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A national digital money system may well be the best way to solve the big problem of small change, but beware the warnings from history! (Updated 31st December with more details on Ecuadoren coin usage).

The topic of currency popped up again this week because I happened to see a tweet from one of my favourite AFC Wimbledon fans, the Sky economics editor, Ed Conway. He was commenting on some of the ongoing troubles in Greece.

A couple of years ago, when the Greek Euro exit was being discussed in another context, I made the point that I thought that given new technology the readjustment of currency zones might not be as difficult or a costly as some people were imagining.

Greece could pull out of the Euro and create a “hard e-drachma”. There is no need for physical currency. It’s badge of national vanity, just like an airline (and soon, an army) used to be. It would be no big deal to, over time, open e-drachma bank accounts, obtain e-drachma payment cards and so forth.

[From What’s a Grecian e-urn?]

I made the same point, in a boringly consistent fashion, a few months ago when discussing the options for money and payments in a newly independent Scotland. As you might suspect, this idea is too good to be mine, and you are right. It is a mash up of some of the incredible work that my colleagues have been doing in the world of digital money and the vision of an under-rated Chancellor of the Exchequer.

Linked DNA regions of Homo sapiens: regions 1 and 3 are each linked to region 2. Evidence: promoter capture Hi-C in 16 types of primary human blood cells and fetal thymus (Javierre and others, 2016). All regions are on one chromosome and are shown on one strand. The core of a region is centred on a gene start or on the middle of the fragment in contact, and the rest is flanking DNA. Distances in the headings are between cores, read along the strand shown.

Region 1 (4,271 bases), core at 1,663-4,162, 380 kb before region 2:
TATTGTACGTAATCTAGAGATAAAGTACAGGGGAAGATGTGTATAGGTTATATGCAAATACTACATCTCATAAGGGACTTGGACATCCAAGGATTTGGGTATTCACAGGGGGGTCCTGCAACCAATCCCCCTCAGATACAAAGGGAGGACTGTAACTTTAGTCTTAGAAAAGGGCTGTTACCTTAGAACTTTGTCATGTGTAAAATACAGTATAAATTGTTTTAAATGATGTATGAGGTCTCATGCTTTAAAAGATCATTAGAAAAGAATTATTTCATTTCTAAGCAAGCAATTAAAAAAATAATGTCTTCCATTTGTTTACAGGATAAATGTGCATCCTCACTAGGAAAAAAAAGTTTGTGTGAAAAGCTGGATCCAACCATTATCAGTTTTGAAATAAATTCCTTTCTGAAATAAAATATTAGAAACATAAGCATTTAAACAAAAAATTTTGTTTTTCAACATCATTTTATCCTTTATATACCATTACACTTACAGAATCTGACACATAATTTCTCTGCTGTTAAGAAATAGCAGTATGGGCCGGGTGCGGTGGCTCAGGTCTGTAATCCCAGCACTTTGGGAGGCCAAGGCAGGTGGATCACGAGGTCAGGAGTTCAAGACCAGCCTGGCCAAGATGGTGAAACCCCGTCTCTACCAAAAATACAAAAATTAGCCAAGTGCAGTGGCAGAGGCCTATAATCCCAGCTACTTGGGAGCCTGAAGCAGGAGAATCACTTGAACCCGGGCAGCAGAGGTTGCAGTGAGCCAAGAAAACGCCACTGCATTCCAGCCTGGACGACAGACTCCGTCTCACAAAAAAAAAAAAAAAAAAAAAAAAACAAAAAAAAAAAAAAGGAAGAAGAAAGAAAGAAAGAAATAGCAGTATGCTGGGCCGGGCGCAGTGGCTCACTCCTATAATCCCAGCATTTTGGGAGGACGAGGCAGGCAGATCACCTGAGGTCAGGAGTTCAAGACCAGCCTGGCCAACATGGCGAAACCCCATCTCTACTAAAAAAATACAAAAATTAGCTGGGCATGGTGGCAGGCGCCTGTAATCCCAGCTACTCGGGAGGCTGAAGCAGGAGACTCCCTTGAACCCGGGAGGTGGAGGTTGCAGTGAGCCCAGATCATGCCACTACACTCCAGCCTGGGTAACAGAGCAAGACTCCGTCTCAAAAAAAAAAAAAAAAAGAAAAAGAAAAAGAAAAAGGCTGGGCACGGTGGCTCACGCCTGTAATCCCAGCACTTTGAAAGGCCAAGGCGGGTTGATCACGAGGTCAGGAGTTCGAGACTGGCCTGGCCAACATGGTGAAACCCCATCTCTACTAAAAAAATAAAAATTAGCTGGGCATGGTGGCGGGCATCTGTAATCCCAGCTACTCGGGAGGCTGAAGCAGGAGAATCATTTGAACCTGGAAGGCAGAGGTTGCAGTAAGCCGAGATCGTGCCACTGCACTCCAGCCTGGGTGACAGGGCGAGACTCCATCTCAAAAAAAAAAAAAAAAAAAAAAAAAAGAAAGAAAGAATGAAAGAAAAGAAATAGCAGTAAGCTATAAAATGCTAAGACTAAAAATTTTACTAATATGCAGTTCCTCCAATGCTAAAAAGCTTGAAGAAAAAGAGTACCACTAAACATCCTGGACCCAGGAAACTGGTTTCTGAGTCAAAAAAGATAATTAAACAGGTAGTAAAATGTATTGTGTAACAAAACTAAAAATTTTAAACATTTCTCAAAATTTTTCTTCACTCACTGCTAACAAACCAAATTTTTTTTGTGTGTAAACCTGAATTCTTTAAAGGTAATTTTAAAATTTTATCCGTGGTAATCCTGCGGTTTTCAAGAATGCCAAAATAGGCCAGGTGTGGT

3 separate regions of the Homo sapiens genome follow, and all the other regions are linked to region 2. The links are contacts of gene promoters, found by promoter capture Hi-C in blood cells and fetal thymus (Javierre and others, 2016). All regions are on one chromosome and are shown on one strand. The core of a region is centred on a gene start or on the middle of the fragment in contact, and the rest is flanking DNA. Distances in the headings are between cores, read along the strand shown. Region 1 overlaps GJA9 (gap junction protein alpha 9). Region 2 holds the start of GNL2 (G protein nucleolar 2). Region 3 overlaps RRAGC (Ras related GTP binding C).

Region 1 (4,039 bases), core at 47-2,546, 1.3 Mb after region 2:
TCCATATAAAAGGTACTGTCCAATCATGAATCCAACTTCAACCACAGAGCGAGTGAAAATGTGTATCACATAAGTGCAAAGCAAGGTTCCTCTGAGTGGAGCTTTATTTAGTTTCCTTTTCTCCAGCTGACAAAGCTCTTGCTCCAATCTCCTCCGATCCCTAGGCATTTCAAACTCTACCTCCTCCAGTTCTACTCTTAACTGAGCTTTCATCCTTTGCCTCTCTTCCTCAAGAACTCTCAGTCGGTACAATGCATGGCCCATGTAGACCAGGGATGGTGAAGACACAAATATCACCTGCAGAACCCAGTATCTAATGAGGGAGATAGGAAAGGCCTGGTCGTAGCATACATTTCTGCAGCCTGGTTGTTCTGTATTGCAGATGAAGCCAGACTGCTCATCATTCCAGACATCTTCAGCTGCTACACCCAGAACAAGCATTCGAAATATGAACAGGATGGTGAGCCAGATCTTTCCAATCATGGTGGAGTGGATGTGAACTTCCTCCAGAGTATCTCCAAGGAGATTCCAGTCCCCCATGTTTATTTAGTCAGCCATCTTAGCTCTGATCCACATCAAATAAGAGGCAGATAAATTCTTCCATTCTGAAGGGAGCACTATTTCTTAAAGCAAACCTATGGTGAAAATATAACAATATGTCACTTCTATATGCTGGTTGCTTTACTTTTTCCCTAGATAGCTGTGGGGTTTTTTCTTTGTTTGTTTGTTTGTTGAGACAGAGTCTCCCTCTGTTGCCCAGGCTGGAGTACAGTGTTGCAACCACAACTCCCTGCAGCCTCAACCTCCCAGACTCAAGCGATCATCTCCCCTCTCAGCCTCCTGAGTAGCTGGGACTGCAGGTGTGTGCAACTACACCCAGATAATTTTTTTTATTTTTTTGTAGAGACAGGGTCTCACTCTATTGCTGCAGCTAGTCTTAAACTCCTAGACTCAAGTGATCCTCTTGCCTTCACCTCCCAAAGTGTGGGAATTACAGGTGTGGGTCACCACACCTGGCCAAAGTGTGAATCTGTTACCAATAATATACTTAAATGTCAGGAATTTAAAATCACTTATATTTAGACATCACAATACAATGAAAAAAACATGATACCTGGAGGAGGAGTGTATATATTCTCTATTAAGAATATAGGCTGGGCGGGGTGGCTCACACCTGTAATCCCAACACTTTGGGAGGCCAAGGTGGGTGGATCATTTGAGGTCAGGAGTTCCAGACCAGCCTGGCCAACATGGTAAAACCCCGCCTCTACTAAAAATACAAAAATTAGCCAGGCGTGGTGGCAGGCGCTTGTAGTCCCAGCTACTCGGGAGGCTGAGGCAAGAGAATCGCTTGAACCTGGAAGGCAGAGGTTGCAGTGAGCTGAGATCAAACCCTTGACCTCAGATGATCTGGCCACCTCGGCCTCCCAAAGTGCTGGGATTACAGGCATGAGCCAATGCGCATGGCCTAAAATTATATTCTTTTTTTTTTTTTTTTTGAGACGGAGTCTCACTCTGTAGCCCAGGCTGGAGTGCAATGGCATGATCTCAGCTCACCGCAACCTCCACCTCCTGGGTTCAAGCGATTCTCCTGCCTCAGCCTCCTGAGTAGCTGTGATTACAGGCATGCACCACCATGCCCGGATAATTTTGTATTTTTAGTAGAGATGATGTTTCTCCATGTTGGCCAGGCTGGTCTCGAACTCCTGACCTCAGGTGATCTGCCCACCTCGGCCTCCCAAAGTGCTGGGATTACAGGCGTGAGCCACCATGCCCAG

John Major proposed an extremely sensible alternative to the euro, which at the time was labelled the hard ECU (and ignored)… The idea of the hard ECU was to have an electronic currency that would never exist in physical form but still be legal tender (put to one side what that actually means) in all EU member states.

[From What’s a Grecian e-urn?]

You can see why this idea is so appealing. It allows for progress in monetary reform at low cost and acts to remove physical cash from circulation where it causes nothing but mischief and costs. I had a fun conversation about this a few weeks ago when I wrote that “it looks as if the Royal Canadian Mint’s Mintchip and Safaricom’s M-PESA have been sitting a tree, because the Central Bank in Ecuador is trying to launch a national mobile payment scheme that is designed to handle B2B transactions (along with P2P, top-up, cash in and out, in-store purchases and electronic receipts), deliver a very low rate (a $50 charge costs four cents, a roughly 0.0008 rate)”. I remarked (in a private forum) that setting aside the feasibility, merits or purpose of such a scheme, you can’t help but wonder why more central banks don’t do this.

Now today I read that the Ecuadorian system is going live and the details have been made public. In essence a hard electronic currency is being created by the Central Bank.

Anyone over 18 can, nationwide, open your electronic money account for free, without the need to approach any window, typing the * 153 # on your cell phone with any mobile operator. Since then, users can open their accounts.

From mid-February 2015, the second phase will begin transactions loading, unloading, delivery of electronic money, people, receipts commercial, consulting and bank transfers.

Finally, the third phase will begin in the second half of 2015 with the incorporation of electronic money payment of utilities, tax obligations, orders and other use cases. Thanks to the model of electronic money the Central Bank of Ecuador, most transactions are free and the rest will cost a few cents.